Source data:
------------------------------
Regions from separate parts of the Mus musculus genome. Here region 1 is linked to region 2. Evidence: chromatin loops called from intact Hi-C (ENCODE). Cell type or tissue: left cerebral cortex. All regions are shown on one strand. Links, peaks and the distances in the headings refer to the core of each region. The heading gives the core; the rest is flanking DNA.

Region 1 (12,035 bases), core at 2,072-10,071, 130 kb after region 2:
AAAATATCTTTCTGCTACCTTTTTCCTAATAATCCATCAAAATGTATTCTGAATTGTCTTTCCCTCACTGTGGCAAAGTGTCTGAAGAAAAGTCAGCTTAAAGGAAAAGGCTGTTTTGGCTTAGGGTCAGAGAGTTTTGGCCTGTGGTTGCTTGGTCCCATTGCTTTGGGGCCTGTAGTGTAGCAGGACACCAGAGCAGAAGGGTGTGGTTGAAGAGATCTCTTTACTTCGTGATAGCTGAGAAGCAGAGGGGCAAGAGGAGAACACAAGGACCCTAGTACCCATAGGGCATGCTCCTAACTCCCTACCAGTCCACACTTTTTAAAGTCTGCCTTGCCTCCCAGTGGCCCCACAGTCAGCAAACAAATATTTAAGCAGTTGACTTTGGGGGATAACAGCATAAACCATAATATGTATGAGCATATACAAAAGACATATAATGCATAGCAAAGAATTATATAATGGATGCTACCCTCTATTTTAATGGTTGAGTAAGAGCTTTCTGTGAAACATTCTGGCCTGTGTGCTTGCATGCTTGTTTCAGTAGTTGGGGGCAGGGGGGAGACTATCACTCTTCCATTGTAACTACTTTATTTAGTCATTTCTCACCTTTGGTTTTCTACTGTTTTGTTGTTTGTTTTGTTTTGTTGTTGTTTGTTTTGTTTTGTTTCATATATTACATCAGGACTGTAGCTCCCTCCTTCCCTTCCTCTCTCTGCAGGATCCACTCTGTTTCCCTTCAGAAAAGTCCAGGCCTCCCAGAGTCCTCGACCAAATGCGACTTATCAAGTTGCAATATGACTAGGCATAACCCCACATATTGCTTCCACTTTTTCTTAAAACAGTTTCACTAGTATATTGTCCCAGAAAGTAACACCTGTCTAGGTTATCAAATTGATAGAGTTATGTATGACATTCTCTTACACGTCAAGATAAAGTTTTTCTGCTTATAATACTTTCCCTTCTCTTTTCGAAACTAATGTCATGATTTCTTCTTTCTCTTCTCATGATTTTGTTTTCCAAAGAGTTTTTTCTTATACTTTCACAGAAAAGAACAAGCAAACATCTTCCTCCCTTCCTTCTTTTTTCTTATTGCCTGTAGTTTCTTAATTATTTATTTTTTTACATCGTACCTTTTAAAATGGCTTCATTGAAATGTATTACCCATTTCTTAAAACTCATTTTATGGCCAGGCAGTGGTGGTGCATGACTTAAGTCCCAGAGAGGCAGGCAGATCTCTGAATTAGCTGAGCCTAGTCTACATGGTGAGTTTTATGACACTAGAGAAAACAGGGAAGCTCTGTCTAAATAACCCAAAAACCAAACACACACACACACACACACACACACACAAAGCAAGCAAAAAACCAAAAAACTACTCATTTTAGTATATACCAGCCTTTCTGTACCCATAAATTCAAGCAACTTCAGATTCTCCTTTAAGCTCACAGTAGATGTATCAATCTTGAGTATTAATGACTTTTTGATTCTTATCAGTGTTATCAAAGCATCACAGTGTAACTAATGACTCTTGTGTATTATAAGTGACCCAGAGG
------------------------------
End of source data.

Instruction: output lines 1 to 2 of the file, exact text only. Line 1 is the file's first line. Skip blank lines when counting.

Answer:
Regions from separate parts of the Mus musculus genome. Here region 1 is linked to region 2. Evidence: chromatin loops called from intact Hi-C (ENCODE). Cell type or tissue: left cerebral cortex. All regions are shown on one strand. Links, peaks and the distances in the headings refer to the core of each region. The heading gives the core; the rest is flanking DNA.

Region 1 (12,035 bases), core at 2,072-10,071, 130 kb after region 2: